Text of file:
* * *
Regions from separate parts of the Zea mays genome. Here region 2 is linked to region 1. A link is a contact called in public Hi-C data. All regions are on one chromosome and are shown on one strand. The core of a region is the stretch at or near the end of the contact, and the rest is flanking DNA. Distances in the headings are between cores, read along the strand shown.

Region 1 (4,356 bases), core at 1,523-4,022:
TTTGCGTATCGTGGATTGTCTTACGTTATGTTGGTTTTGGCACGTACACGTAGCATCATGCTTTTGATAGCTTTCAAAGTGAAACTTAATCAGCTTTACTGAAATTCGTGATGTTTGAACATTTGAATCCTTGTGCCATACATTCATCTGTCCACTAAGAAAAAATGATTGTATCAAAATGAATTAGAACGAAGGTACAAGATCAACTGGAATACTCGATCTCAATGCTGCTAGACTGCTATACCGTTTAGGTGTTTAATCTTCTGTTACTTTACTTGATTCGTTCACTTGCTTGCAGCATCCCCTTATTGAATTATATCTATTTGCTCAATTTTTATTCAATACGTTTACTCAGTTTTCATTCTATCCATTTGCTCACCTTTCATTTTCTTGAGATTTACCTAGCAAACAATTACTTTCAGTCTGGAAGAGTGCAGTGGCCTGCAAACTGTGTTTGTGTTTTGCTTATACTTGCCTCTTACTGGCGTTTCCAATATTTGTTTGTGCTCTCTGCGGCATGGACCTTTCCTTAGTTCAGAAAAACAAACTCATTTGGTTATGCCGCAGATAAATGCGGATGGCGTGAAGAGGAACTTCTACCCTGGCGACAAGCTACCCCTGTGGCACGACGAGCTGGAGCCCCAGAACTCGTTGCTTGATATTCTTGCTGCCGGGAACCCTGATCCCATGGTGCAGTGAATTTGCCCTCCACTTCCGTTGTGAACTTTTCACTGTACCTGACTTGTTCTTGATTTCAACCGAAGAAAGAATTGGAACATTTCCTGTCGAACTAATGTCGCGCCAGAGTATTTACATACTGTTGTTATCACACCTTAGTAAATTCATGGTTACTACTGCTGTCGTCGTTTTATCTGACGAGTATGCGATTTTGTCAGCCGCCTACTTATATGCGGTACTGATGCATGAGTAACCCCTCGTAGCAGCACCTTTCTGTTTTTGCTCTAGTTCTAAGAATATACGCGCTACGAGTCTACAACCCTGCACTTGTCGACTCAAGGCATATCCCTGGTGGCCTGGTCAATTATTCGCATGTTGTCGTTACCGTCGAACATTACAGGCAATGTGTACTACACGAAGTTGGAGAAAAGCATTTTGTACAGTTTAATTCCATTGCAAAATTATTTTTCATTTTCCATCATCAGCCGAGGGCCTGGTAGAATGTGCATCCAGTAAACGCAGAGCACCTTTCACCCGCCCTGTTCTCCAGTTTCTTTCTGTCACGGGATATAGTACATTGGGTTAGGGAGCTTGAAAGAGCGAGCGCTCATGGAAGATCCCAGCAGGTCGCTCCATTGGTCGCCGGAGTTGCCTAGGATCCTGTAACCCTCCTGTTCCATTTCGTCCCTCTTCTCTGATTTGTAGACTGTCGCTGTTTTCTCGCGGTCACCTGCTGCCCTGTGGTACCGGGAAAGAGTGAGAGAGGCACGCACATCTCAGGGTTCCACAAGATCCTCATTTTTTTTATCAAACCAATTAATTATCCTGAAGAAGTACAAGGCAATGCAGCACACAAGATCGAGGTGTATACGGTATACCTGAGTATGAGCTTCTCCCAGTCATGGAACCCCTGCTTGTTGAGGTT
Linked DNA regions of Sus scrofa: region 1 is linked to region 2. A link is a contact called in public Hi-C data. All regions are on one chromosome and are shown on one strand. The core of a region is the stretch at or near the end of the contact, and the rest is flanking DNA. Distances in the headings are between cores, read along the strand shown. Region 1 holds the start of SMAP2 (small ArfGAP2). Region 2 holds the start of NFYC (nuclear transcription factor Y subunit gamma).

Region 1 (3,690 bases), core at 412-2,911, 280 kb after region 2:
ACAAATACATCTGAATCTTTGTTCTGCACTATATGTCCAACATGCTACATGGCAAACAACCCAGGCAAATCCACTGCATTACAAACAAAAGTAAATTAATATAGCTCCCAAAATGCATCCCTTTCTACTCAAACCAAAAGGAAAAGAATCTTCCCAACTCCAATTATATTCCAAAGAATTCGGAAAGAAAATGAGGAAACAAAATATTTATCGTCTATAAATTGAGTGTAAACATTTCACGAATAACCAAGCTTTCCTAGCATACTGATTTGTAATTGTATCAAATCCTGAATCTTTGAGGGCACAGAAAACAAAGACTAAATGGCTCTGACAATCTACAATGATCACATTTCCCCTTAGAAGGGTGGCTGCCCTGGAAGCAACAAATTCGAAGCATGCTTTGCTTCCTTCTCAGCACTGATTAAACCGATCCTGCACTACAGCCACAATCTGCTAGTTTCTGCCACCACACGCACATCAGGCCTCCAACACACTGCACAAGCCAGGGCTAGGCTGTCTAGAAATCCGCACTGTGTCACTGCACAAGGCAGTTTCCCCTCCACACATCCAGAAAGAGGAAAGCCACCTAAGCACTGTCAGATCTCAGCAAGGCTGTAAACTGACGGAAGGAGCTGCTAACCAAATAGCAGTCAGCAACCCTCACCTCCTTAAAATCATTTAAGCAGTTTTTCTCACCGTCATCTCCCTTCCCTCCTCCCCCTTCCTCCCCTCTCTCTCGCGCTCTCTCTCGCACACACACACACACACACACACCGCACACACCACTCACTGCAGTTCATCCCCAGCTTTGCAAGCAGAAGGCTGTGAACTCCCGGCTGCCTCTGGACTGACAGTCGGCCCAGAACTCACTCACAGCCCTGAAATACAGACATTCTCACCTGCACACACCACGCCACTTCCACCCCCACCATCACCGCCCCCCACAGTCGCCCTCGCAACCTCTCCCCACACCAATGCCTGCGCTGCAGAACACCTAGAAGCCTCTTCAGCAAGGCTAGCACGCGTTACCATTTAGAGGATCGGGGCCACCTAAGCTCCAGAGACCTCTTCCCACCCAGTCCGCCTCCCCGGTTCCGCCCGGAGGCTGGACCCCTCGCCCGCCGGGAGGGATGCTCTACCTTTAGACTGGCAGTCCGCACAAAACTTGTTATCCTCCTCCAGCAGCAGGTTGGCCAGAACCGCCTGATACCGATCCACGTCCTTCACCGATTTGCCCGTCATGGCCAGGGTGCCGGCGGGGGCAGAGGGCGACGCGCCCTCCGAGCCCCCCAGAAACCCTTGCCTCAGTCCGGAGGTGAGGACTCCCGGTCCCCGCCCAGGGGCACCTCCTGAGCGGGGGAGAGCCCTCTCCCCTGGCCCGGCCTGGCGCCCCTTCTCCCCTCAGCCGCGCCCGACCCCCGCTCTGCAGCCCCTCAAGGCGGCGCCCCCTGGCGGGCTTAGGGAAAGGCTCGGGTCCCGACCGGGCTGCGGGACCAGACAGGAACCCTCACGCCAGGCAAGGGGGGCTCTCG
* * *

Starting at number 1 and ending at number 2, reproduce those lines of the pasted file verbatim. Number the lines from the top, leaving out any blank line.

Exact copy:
Regions from separate parts of the Zea mays genome. Here region 2 is linked to region 1. A link is a contact called in public Hi-C data. All regions are on one chromosome and are shown on one strand. The core of a region is the stretch at or near the end of the contact, and the rest is flanking DNA. Distances in the headings are between cores, read along the strand shown.

Region 1 (4,356 bases), core at 1,523-4,022: